Tag Archives: Flying

How to get a pandemic-era refund for a flight to Europe — or the many other places Americans can’t travel right now …

My advice: Call the airline (if you booked via the airline) and make your case. Don’t do via an emailed refund request. (My request was denied via the United website  ) But when I called the airline, I was granted a refund surprisingly quickly.

More details: we bought direct tickets from United  last April for an early September flight from Chicago to Paris for $450 each  — knowing  we might not be able to go due to the coronavirus situation – a situation we had no idea would get  THIS BAD). We  bought the tickets because they were ridiculously cheap, we had long-established plans (a house booked with friends in Burgundy, sigh) and we could cancel or change with no fee and get compensation, whether a credit or refund.

Our flights were soon changed by United from direct to connecting via Newark and our outbound flight leaving at 2 p.m. rather than the original  6 p.m.  — both grounds, I thought, for a refund. (We also assume the flights will eventually be cancelled.) We prefer a refund rather than credit, which according to United must be used to book a new flight  “within a year of the original ticket issue date.”  I think that means we have to book the flight by April 2021 but we don’t have to fly by April 2021.  Also I’m assuming we can fly anywhere and are not locked into our original destination. Regardless, we now question whether we’ll be able to fly at all next year – and if so, when.  So just give us our money back, please! e

United’s “Cancel Bot” informed me I could ‘submit a request” for a refund if my flight “wasn’t rebooked within two hours of (the) original departure time.” But I learned that “submit a request” doesn’t automatically mean “receive a request.”  Two weeks later, an email from the “refund desk” denied my submitted request.   But when I called United ( 1-800-UNITED1 ), I barely had to make my case. The agent said I was eligible for a refund for the reasons I presented in the email request. Of course ,I’m sad we can’t go….but relieved to get the refund. We’ll go as soon as we can…and maybe even fly United, since it was reasonable, after all, about all this.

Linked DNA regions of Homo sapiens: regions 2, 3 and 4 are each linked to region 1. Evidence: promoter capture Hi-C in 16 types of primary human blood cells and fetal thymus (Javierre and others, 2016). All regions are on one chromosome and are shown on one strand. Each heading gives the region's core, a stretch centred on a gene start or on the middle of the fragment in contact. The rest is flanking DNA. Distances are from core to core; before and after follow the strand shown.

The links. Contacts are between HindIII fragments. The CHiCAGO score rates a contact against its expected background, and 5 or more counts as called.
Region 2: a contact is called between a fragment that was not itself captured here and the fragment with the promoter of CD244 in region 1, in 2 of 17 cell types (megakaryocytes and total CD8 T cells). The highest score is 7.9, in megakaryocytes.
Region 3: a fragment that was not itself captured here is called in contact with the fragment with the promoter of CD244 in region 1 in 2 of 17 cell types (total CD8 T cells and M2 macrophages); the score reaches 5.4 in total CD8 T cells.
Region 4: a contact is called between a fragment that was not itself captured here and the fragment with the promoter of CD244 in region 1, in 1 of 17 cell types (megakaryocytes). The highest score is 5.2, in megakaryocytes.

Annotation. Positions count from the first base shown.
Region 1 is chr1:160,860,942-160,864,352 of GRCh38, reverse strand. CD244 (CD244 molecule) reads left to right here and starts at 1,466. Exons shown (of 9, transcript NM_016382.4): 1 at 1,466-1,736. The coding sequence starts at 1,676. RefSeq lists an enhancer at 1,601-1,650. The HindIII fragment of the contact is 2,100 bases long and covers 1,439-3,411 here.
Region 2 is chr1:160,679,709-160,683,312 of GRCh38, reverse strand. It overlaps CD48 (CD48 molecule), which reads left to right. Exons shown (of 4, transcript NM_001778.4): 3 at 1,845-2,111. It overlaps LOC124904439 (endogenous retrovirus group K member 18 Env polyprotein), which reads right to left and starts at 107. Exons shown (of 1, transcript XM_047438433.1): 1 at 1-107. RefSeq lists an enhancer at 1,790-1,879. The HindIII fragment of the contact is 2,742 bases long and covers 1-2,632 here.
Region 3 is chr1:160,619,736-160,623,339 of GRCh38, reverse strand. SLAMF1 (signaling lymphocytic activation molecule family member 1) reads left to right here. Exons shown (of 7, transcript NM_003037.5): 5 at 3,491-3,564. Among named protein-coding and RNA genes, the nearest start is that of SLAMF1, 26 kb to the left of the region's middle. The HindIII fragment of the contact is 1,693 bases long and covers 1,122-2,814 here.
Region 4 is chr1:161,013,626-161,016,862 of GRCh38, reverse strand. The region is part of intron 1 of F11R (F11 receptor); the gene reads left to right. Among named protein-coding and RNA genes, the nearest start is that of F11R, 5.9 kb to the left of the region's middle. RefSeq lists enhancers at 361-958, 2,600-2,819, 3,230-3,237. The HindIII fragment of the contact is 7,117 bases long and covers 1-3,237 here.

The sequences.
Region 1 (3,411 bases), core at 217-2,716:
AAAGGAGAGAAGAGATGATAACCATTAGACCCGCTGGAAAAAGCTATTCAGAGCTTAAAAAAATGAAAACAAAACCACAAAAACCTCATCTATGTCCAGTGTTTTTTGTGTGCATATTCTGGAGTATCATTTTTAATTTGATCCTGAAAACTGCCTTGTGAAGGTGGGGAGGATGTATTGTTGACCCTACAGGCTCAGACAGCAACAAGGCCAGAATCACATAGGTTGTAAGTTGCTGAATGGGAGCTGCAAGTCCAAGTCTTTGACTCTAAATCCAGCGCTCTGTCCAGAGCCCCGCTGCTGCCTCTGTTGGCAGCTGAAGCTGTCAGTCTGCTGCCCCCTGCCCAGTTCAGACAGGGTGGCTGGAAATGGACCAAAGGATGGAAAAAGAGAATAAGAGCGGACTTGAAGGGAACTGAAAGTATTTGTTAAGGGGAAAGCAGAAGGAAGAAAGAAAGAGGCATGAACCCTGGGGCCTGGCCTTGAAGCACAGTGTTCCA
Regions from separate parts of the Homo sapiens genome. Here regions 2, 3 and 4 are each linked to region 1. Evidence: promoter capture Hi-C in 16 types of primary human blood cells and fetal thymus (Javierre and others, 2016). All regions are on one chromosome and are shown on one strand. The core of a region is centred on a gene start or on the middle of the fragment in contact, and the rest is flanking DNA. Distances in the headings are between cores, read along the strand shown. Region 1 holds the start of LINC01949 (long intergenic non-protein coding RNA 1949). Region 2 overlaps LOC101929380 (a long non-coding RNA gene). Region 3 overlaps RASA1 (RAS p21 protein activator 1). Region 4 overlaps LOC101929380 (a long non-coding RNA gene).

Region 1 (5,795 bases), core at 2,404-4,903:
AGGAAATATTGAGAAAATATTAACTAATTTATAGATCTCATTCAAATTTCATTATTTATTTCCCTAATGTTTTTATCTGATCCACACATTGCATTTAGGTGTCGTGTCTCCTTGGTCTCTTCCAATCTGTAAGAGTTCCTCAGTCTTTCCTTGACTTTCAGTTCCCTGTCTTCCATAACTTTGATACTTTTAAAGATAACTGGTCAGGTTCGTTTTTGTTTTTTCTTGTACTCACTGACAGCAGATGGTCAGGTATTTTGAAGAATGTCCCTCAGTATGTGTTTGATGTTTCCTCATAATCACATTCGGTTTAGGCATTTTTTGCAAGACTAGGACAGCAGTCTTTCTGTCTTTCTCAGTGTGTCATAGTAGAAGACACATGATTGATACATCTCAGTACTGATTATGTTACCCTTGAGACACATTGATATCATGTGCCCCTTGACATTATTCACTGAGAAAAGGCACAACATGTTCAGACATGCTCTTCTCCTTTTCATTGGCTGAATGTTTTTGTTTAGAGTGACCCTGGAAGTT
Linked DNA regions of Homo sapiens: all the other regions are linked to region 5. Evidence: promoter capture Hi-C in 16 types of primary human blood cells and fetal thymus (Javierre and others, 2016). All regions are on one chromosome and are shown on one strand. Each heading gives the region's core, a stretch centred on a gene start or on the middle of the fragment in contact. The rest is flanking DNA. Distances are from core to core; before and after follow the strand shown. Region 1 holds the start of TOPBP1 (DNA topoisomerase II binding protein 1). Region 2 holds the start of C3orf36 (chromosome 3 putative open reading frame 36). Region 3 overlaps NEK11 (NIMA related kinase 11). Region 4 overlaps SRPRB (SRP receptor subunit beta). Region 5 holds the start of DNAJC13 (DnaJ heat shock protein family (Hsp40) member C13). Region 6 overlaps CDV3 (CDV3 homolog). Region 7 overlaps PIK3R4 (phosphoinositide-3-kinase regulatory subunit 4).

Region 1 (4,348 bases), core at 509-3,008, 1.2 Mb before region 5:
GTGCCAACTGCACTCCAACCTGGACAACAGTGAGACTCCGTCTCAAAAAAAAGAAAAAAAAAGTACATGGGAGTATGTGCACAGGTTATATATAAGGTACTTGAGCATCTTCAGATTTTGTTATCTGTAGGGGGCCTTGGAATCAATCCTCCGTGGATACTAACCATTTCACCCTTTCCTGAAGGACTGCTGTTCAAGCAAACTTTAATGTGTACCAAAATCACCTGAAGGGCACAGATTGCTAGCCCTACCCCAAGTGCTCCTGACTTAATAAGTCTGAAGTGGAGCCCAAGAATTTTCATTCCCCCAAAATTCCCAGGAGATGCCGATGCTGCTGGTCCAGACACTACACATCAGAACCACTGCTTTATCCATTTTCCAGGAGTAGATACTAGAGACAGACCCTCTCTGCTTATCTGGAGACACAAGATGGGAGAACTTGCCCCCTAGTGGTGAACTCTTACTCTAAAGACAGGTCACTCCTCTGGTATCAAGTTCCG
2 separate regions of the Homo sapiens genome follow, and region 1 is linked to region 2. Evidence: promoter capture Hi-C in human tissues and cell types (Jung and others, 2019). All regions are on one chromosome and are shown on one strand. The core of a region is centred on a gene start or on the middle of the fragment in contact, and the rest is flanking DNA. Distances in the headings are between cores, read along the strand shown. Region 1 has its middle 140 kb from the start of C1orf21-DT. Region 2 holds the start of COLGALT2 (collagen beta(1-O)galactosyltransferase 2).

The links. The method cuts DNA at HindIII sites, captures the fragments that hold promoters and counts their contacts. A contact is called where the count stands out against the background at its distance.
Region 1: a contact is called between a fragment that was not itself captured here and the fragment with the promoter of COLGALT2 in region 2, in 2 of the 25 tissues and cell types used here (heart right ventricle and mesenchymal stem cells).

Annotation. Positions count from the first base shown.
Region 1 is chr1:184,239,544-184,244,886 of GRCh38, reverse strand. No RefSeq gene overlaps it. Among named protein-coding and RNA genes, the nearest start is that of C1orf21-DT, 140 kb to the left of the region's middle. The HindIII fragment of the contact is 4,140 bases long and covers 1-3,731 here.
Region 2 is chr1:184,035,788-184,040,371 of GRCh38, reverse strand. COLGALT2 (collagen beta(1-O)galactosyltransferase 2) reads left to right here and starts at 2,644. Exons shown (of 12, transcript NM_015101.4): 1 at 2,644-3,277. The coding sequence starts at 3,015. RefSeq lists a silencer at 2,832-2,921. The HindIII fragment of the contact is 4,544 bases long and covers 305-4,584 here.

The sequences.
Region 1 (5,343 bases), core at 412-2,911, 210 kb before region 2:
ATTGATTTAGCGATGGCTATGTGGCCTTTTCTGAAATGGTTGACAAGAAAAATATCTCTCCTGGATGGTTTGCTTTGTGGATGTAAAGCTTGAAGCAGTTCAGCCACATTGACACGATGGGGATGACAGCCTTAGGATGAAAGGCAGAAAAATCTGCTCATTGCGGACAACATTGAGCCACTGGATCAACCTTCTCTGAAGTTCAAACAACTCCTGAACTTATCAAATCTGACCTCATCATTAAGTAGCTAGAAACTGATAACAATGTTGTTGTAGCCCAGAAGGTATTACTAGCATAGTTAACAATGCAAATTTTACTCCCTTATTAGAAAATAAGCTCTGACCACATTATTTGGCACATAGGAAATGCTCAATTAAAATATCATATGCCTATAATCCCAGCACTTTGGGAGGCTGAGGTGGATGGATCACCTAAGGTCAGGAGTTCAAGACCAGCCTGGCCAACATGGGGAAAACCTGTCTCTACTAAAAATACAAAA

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Filed under Airlines, flying

Flying during a possible pandemic

I have flown three times during the past 10 days (Feb 29-March 9) of the coronavirus situation (Des Moines to San Francisco via Vegas on Southwest; San Francisco to Burbank on Southwest; Burbank to DSM via Salt Lake City on Delta) and here’s what I noticed:

– A few people wearing masks, not many.

– A few people wiping their seating area with wet wipes and their hands with hand sanitizer. (Me included by flying day #2 when I found unopened wipes in my travel bag that I bought last fall in Vietnam. Otherwise I wouldn’t have been doing…I couldn’t find wipes in San Francisco or Burbank. We found hand sanitizer only after we asked a shop keeper in San Francisco who let us know he had a secret stash behind the counter. “One per family,” he said. Which seemed wise.)

– Not many people are using their tray tables or tucking things into their seat pocket. I predict a (further?) decline in readership of the in-flight mag, not to mention the safety brochure. One woman I saw using her tray table for her laptop was wearing a mask. Huh?

– My delta flight today (March 9) was delayed for cleaning but only a few minutes (and I welcomed the cleaning.) Southwest attendants wore gloves. But my delta flight attendant didn’t wear gloves while serving but did when picking up empty cups. (But she was very pleasant and offered a wider snack selection including granola bars than the other flights.)

– The occasional sneeze or cough (including by me…allergies. Really!) is more noticeable and noticed.

– My second flight had lots of empty seats. We all took our own aisles and window seats. (Maybe we read the same article saying that window seats exposure you to less germs.) Pleasant surprise for this aisle-flyer: it was fun looking out the window.